And be nice. BSM Research found that a mom will tell up to 20 other moms about a product or brand that doesn’t live up to its promise or bad customer service where she was treated poorly. On a blog, that 20 could easily swell to hundreds.

There are five core values that matter to moms, according to Bailey’s book, “Mom 3.0”: health and safety, family enrichment, value (worth the money), simplification and time management. Define what your product, service or franchise opportunity does to address one or more of these core values and you’ll have a loyal following.

To that end, Fishman introduced her client, Children’s Orchard, to Bailey.

Targeting moms wasn't exactly new for the children’s clothing resale chain. “We’ve been marketing to moms for 30 years,” says Children’s Orchard CEO Taylor Bond. But moms have changed over the years. “She ain’t June Cleaver anymore,” Bond says of the pearl-wearing, iconic TV mom from the  ‘50s television show, “Leave it to Beaver.”

Bond partnered with Bailey to create a social networking element to Children’s Orchard’s  ongoing national Moms Night Out, a promotional event where moms are invited to the local stores to shop and be pampered. “It’s to thank moms for what they’re doing, (plus) an opportunity to build goodwill,” Bond says. It’s also an opportunity to sell merchandise at discounted prices and to introduce moms to other retailers’ services, such as massages and manicures.

“Maria brought her bloggers into it,” Bond explains. In addition to sending out invitations to the event via social networking sites, up-to-the-minute messages were being tweeted during the event. All this created buzz. In addition to inviting the bloggers to the party, Bailey also provided Boogie Wipes and other free merchandise from national retailers. (As an aside,  the tag line for Boogie Wipes, saline-infused tissues, is “Snot your average wipe.”)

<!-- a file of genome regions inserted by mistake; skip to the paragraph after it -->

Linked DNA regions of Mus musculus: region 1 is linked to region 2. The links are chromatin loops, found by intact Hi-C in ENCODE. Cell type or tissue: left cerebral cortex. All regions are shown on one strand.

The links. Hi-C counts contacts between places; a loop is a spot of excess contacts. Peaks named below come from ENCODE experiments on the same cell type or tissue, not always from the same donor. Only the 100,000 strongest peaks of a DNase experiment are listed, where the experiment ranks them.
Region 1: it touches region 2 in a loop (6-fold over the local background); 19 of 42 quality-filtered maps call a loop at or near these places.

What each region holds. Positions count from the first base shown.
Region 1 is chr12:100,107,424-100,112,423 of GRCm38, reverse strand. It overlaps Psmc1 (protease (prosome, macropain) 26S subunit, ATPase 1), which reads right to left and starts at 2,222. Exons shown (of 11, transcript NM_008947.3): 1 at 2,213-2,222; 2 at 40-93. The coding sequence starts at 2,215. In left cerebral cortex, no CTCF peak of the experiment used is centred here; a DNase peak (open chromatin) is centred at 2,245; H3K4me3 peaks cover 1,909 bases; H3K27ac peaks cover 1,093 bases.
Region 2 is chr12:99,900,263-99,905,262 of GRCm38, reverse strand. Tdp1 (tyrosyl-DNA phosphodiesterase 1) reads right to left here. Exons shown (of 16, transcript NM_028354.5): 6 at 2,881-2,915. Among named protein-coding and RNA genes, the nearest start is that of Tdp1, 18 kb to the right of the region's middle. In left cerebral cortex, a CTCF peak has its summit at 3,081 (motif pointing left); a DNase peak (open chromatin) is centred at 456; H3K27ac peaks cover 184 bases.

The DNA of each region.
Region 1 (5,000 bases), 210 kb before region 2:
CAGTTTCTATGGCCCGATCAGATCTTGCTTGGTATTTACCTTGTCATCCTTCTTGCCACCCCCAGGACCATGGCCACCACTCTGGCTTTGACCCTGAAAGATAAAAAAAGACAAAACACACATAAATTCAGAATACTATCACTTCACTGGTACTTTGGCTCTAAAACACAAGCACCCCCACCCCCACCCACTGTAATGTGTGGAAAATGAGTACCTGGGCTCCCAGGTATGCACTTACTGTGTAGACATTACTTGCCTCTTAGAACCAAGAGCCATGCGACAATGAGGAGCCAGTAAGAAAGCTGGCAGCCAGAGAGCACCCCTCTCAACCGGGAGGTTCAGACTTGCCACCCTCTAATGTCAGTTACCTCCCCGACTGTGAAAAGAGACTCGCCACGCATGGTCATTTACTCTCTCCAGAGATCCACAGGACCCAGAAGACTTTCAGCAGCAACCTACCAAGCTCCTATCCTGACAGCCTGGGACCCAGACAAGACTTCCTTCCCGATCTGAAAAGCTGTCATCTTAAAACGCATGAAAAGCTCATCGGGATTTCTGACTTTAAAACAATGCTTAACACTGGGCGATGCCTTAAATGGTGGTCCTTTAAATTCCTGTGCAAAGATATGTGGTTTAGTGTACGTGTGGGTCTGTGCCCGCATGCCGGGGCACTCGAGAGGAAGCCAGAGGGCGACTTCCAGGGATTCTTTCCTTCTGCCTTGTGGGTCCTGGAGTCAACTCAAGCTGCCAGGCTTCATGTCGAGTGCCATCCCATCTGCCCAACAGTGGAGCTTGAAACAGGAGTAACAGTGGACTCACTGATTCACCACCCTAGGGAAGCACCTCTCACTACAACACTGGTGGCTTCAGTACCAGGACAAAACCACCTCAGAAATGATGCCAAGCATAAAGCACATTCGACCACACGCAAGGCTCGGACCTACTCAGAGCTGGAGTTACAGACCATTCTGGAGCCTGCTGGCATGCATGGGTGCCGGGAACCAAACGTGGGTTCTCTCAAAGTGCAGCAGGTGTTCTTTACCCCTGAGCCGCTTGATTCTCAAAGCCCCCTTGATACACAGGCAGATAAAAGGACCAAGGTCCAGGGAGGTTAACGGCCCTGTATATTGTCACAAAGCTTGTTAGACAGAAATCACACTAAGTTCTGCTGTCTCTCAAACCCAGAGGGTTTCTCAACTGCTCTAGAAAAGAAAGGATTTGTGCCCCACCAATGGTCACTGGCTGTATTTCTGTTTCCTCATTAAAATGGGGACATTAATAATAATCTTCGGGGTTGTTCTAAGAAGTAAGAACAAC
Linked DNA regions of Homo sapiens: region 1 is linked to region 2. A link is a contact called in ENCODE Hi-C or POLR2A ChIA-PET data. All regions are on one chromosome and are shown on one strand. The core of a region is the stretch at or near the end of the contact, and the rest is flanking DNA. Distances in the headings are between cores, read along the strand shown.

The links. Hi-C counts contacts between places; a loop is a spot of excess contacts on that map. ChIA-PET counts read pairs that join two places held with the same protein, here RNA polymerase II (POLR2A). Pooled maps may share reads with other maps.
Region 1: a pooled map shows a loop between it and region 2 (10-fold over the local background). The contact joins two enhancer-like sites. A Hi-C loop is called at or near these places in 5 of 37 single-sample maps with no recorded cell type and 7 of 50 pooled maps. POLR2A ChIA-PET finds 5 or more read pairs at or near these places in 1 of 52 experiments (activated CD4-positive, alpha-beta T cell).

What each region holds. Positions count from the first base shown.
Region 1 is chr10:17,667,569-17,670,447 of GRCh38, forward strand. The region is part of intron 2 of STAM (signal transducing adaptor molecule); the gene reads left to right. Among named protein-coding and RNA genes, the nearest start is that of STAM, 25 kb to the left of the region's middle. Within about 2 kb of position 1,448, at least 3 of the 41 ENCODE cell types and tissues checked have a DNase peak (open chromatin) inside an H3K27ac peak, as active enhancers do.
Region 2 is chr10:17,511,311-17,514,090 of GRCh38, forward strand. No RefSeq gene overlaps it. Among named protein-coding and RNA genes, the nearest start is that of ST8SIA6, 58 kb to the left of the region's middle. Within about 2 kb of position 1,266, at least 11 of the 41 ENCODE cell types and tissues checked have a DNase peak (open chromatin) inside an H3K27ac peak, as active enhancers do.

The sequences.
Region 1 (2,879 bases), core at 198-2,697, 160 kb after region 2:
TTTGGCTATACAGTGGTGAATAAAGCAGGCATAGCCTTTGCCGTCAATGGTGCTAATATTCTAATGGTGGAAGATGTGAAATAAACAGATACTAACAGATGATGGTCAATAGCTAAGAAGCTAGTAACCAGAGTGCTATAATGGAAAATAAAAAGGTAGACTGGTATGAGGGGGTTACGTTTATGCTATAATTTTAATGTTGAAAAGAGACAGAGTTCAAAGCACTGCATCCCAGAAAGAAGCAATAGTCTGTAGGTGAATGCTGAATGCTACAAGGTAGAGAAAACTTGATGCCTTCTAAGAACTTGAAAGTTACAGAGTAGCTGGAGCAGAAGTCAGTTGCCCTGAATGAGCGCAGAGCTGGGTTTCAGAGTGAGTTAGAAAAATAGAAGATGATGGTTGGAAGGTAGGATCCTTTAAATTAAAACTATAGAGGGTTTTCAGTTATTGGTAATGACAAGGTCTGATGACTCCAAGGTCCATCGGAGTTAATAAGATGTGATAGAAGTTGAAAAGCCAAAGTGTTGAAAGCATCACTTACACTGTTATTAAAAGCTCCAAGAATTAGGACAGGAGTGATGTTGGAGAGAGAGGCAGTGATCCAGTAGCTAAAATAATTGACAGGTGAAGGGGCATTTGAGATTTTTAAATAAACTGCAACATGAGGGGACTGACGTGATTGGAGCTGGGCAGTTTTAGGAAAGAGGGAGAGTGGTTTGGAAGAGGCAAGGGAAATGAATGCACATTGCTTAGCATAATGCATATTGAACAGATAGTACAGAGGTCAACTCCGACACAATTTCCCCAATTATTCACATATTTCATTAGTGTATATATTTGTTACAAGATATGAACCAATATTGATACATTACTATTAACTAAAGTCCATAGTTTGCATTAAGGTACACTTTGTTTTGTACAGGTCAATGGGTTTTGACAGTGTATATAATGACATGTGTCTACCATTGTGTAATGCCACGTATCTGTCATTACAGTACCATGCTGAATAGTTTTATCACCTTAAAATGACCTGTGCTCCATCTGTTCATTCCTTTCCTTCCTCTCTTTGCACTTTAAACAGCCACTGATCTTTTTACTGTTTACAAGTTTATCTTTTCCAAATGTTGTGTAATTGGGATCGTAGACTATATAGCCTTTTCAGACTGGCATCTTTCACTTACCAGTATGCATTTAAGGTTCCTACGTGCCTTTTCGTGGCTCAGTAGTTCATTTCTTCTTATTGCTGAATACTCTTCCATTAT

Hailing from traditional marketing roots, Bond looks at social network marketing with a jaded eye. “I’m not big on jumping out and getting a Facebook page,” he says. “Ask (someone) ‘what it’s doing for you,’ and no one really knows what it’s doing for them. So what if you have 50,000 fans?” How does that translate into dollars? What the next step using Bailey’s resources will be for Children’s Orchard is still up in the air. “She’ got a bunch of ideas and I’ve got a bunch of ideas,” Bond says. 

While Bond is teaming up with Bailey on the retail side, Fantastic Sams is employing Bailey to help it sell franchises.

A cutting edge opportunity